There are many things civil society can do as a part of the general HIV/AIDS response, like going to bars and parks for peer education where high-risk behaviors take place. Organizations, especially those formed by HIV-positive people, are better than the government in reaching the people with behaviors that are not in line with accepted social norms.
For treatment, civil society is better at encouraging HIV-positive people to come forward for timely tests and proper treatment, which is also protection for the healthy.
But most members of such help organizations are not well organized. A lot of them remain unregistered given the law limitation. They don't have independent bank accounts to accept donations and don't know how to maximize the use of the resources at their disposal. They need to get salaries to make civil society operation sustainable.
We're working closely with health officials and civil society to work out a system that can make organizations well organized. With overseas money flowing in, some groups of civil society could misuse it instead of spending it to raise awareness.
What are the major obstacles you've faced in your work here?
The bureaucracy is strong. Given the huge territory and population, the administration is big. I'm happy dealing with administrative leaders but it's difficult to work through the entire administration. It takes long to convince people at all levels, particularly those at the grassroots level, who actually translate policies into action. Given the size of the administration and the number of people you have to work with and make them change, sometimes it's tiring and frustrating.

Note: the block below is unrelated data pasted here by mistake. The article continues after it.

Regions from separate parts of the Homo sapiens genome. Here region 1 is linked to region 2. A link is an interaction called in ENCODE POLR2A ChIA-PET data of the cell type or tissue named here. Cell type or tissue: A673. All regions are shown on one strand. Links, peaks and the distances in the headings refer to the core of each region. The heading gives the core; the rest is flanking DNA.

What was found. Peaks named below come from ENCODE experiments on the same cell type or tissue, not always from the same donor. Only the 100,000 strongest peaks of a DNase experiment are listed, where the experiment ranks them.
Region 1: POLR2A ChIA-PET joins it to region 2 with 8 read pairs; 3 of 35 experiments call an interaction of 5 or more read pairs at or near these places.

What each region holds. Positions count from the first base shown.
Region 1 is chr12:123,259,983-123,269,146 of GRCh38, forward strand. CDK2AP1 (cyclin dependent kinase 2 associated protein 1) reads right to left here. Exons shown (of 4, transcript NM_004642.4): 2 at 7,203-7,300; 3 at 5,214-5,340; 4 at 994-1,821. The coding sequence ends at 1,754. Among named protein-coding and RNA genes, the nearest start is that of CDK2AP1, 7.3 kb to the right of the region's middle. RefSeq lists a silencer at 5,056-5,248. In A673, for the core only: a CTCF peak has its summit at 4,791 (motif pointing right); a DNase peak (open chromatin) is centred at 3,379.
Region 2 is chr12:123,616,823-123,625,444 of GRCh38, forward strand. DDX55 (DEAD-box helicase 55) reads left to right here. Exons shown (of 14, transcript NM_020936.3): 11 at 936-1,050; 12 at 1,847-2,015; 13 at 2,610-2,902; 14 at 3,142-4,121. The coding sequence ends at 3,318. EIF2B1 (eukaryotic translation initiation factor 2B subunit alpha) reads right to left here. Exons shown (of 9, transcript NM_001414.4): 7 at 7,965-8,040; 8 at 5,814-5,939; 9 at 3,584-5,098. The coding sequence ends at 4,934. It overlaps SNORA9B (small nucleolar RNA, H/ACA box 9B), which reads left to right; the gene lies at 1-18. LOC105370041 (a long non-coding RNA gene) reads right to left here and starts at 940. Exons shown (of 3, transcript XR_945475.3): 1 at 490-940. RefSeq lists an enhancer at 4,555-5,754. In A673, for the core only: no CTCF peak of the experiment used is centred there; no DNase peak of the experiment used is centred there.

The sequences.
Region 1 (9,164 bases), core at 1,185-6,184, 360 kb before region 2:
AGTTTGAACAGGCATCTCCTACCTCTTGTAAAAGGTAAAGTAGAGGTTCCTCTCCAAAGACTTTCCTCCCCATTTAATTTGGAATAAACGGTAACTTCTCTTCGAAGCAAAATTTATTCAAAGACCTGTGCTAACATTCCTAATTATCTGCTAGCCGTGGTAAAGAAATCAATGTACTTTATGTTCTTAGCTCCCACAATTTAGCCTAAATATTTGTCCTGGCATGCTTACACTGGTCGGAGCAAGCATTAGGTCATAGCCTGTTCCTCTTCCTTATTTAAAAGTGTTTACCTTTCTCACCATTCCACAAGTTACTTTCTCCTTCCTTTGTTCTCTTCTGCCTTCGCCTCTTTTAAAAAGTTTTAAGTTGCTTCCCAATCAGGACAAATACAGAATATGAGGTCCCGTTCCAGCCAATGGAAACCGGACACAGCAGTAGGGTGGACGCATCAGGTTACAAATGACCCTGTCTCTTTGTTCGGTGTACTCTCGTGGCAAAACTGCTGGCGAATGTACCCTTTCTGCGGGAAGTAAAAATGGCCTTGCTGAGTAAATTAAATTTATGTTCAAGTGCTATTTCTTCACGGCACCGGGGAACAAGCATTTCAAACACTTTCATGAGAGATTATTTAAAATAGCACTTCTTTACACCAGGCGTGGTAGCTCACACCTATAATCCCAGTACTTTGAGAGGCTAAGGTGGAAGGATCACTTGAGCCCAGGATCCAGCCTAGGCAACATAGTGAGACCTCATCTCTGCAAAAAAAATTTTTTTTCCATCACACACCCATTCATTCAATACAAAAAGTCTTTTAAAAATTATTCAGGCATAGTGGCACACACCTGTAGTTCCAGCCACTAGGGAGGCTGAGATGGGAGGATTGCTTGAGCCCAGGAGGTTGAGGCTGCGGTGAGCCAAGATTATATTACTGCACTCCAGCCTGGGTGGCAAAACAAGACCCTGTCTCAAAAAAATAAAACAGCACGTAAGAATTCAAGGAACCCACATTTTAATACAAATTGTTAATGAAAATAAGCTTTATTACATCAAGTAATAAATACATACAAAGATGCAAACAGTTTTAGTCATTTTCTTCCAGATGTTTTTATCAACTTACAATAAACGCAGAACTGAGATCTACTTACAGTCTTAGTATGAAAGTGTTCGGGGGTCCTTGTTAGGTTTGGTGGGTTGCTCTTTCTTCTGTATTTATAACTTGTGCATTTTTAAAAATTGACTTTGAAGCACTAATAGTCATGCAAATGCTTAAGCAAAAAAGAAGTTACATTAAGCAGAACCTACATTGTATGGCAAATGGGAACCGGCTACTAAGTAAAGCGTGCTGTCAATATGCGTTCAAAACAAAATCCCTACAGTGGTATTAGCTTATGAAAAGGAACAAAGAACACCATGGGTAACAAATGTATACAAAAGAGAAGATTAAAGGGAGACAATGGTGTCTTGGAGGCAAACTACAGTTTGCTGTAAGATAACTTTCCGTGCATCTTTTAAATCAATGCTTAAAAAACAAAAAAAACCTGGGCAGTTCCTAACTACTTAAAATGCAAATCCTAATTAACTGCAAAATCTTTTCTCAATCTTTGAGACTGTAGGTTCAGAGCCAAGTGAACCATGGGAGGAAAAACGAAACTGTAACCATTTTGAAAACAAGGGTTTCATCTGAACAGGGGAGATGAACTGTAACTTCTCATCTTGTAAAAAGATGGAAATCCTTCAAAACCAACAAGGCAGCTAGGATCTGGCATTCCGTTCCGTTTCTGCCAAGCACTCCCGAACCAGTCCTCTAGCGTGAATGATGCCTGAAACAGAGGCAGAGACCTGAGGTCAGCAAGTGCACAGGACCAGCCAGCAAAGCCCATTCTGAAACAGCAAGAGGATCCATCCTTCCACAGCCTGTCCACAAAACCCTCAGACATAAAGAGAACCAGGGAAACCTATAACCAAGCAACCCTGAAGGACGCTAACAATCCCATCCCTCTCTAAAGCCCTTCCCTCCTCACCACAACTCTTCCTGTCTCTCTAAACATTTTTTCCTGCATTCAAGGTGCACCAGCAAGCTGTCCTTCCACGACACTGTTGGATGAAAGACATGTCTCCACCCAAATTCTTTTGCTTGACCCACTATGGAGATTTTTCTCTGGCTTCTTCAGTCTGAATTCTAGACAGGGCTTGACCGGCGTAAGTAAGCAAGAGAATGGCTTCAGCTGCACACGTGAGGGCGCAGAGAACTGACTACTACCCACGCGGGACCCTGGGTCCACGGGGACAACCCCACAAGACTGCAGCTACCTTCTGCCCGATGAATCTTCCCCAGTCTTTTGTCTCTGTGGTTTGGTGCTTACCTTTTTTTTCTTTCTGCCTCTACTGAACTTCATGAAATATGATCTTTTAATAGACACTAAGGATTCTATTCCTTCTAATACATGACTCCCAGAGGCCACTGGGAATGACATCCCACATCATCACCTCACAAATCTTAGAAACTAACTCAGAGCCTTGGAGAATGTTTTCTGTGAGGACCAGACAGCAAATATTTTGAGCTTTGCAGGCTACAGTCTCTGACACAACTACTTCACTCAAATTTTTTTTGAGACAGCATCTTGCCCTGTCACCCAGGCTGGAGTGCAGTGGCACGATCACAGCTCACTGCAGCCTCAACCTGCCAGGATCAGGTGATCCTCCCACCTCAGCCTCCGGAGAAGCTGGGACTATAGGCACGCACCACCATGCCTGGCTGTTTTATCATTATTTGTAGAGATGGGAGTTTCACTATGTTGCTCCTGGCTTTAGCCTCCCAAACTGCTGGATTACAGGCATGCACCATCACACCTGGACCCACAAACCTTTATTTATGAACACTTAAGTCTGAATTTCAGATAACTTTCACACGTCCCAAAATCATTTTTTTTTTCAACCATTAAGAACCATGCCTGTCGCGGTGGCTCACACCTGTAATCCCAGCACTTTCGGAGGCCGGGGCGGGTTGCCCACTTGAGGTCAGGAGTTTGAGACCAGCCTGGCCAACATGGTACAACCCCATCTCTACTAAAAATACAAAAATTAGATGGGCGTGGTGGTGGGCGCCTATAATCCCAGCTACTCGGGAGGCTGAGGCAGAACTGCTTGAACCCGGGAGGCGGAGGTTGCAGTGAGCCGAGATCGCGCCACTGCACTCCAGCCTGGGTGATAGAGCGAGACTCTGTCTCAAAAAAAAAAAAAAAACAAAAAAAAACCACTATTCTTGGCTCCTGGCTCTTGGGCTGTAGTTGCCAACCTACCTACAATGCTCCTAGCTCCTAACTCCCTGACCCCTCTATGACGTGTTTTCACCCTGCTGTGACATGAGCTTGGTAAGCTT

What has been your most memorable moment in China?
I have so many good memories here. I think the last World's AIDS Day was the highest point when we had the huge red AIDS ribbon on the Bird's Nest (National Stadium) as a part of a program to mark the special day. Thousands of people were present - all carrying small red AIDS ribbons. It was a strong commitment from the government and the people both to combat the disease. The use of the most iconic building to raise HIV/AIDS awareness was a great moment, and I was touched by the commitment and energy. Luckily enough, my granddaughter was born on the day, too.
|Last Updated on Friday, 07 August 2009 14:57|